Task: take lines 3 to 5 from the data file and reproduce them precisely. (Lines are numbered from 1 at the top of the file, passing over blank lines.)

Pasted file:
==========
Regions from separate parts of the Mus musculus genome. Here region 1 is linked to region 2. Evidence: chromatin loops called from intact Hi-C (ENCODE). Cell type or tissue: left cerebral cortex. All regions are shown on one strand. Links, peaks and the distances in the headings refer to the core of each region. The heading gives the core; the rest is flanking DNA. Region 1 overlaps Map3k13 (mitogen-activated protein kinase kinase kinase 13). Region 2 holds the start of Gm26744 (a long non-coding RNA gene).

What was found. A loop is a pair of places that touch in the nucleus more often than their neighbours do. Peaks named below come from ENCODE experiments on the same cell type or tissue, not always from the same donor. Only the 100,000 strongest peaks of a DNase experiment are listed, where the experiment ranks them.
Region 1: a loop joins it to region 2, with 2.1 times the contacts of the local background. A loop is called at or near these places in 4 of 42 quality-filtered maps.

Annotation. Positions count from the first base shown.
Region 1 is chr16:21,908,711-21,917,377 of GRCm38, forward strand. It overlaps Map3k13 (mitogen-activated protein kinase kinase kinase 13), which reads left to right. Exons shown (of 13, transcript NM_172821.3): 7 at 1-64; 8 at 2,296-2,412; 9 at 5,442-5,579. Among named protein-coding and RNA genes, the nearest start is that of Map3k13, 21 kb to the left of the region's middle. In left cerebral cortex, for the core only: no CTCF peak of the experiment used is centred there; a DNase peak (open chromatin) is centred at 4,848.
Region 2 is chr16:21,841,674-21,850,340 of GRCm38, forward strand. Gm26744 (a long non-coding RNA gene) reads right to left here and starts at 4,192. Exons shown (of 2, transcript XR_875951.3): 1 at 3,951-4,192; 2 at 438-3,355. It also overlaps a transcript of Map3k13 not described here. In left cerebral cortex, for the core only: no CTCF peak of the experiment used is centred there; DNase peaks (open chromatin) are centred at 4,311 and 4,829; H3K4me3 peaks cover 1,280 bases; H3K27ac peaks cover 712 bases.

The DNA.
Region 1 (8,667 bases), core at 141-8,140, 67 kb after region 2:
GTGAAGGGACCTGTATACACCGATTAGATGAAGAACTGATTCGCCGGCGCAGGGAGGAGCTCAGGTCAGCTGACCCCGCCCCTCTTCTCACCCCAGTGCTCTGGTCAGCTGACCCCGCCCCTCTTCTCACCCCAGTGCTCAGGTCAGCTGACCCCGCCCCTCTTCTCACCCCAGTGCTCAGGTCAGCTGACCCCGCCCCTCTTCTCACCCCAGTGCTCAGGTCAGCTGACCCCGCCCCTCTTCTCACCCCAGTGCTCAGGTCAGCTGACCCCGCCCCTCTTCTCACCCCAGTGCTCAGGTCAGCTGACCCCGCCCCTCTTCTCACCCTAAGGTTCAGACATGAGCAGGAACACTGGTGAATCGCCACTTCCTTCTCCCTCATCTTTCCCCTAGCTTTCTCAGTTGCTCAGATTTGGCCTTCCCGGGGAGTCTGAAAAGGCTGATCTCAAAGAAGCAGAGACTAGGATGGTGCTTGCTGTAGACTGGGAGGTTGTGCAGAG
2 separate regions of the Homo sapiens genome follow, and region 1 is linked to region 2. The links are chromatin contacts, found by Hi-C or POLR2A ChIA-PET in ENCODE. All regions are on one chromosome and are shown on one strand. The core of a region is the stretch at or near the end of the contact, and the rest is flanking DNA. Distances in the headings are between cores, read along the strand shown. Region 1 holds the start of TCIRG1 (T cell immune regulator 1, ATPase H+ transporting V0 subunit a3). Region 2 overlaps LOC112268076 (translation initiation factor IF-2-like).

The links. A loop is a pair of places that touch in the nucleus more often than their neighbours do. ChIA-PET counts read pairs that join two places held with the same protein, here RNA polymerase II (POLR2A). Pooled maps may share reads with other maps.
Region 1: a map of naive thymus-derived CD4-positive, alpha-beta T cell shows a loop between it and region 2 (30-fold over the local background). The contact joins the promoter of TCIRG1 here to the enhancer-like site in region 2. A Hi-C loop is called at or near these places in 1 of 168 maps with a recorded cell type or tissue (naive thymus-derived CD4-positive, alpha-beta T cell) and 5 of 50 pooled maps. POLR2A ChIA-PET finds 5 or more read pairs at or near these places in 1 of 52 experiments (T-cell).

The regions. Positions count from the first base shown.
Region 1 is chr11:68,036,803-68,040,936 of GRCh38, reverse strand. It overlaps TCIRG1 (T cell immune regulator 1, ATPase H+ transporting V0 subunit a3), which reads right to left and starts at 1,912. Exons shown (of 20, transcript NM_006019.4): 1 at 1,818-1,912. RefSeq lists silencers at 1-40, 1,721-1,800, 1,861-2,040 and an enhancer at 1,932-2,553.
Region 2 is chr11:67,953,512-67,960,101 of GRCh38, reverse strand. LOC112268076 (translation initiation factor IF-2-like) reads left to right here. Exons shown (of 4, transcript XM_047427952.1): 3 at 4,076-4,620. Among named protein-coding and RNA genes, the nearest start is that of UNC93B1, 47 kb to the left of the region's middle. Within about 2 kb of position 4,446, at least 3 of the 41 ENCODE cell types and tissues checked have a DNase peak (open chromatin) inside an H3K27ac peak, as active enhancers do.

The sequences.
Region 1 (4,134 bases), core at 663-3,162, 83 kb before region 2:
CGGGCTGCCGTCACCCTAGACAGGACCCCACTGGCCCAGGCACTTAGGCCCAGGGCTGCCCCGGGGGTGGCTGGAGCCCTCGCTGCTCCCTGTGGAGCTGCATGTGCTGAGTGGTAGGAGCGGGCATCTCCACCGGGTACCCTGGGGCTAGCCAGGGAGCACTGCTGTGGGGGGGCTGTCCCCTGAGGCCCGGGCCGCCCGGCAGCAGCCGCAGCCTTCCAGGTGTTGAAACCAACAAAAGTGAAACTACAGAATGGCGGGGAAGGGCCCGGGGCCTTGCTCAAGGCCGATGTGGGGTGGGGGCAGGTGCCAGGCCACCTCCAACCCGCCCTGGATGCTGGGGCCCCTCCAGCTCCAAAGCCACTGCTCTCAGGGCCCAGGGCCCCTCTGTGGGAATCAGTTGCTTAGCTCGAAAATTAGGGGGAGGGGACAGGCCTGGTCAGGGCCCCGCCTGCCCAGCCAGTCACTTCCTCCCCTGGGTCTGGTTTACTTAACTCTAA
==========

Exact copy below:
Region 1: a loop joins it to region 2, with 2.1 times the contacts of the local background. A loop is called at or near these places in 4 of 42 quality-filtered maps.

Annotation. Positions count from the first base shown.
Region 1 is chr16:21,908,711-21,917,377 of GRCm38, forward strand. It overlaps Map3k13 (mitogen-activated protein kinase kinase kinase 13), which reads left to right. Exons shown (of 13, transcript NM_172821.3): 7 at 1-64; 8 at 2,296-2,412; 9 at 5,442-5,579. Among named protein-coding and RNA genes, the nearest start is that of Map3k13, 21 kb to the left of the region's middle. In left cerebral cortex, for the core only: no CTCF peak of the experiment used is centred there; a DNase peak (open chromatin) is centred at 4,848.